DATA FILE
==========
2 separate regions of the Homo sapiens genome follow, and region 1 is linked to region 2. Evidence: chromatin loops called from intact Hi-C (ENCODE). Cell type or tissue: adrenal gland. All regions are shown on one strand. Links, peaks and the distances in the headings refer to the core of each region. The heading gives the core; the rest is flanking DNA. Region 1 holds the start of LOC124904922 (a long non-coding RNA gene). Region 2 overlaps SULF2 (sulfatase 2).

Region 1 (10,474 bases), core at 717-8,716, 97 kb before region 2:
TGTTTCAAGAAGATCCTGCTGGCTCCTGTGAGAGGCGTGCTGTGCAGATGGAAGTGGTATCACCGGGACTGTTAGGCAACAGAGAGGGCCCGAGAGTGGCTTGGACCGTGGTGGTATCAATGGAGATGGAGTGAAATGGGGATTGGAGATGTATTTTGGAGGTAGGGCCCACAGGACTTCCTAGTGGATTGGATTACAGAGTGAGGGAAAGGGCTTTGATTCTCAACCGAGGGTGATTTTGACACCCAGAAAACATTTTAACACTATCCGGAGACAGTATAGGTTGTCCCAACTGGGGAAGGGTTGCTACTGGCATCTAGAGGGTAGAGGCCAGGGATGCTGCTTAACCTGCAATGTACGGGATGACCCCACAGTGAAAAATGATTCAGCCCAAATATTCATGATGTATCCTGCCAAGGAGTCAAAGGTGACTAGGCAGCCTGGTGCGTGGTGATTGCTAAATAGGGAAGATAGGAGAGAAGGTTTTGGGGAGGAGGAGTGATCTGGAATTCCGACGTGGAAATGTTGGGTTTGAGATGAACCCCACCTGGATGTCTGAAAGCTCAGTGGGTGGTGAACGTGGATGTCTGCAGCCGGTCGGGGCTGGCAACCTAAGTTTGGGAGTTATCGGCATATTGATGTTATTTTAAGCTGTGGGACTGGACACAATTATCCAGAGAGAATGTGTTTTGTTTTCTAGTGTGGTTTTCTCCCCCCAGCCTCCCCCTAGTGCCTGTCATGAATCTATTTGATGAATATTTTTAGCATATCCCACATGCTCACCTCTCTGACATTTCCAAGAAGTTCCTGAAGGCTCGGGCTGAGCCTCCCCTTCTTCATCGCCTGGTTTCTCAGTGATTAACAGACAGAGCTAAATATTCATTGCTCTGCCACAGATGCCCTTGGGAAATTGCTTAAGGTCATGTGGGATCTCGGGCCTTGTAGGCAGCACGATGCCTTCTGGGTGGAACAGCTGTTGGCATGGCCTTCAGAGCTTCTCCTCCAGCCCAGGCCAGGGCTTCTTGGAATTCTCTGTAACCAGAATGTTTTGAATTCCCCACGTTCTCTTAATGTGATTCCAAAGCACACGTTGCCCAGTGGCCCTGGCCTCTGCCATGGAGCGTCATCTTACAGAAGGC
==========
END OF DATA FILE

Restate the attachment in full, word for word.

2 separate regions of the Homo sapiens genome follow, and region 1 is linked to region 2. Evidence: chromatin loops called from intact Hi-C (ENCODE). Cell type or tissue: adrenal gland. All regions are shown on one strand. Links, peaks and the distances in the headings refer to the core of each region. The heading gives the core; the rest is flanking DNA. Region 1 holds the start of LOC124904922 (a long non-coding RNA gene). Region 2 overlaps SULF2 (sulfatase 2).

Region 1 (10,474 bases), core at 717-8,716, 97 kb before region 2:
TGTTTCAAGAAGATCCTGCTGGCTCCTGTGAGAGGCGTGCTGTGCAGATGGAAGTGGTATCACCGGGACTGTTAGGCAACAGAGAGGGCCCGAGAGTGGCTTGGACCGTGGTGGTATCAATGGAGATGGAGTGAAATGGGGATTGGAGATGTATTTTGGAGGTAGGGCCCACAGGACTTCCTAGTGGATTGGATTACAGAGTGAGGGAAAGGGCTTTGATTCTCAACCGAGGGTGATTTTGACACCCAGAAAACATTTTAACACTATCCGGAGACAGTATAGGTTGTCCCAACTGGGGAAGGGTTGCTACTGGCATCTAGAGGGTAGAGGCCAGGGATGCTGCTTAACCTGCAATGTACGGGATGACCCCACAGTGAAAAATGATTCAGCCCAAATATTCATGATGTATCCTGCCAAGGAGTCAAAGGTGACTAGGCAGCCTGGTGCGTGGTGATTGCTAAATAGGGAAGATAGGAGAGAAGGTTTTGGGGAGGAGGAGTGATCTGGAATTCCGACGTGGAAATGTTGGGTTTGAGATGAACCCCACCTGGATGTCTGAAAGCTCAGTGGGTGGTGAACGTGGATGTCTGCAGCCGGTCGGGGCTGGCAACCTAAGTTTGGGAGTTATCGGCATATTGATGTTATTTTAAGCTGTGGGACTGGACACAATTATCCAGAGAGAATGTGTTTTGTTTTCTAGTGTGGTTTTCTCCCCCCAGCCTCCCCCTAGTGCCTGTCATGAATCTATTTGATGAATATTTTTAGCATATCCCACATGCTCACCTCTCTGACATTTCCAAGAAGTTCCTGAAGGCTCGGGCTGAGCCTCCCCTTCTTCATCGCCTGGTTTCTCAGTGATTAACAGACAGAGCTAAATATTCATTGCTCTGCCACAGATGCCCTTGGGAAATTGCTTAAGGTCATGTGGGATCTCGGGCCTTGTAGGCAGCACGATGCCTTCTGGGTGGAACAGCTGTTGGCATGGCCTTCAGAGCTTCTCCTCCAGCCCAGGCCAGGGCTTCTTGGAATTCTCTGTAACCAGAATGTTTTGAATTCCCCACGTTCTCTTAATGTGATTCCAAAGCACACGTTGCCCAGTGGCCCTGGCCTCTGCCATGGAGCGTCATCTTACAGAAGGC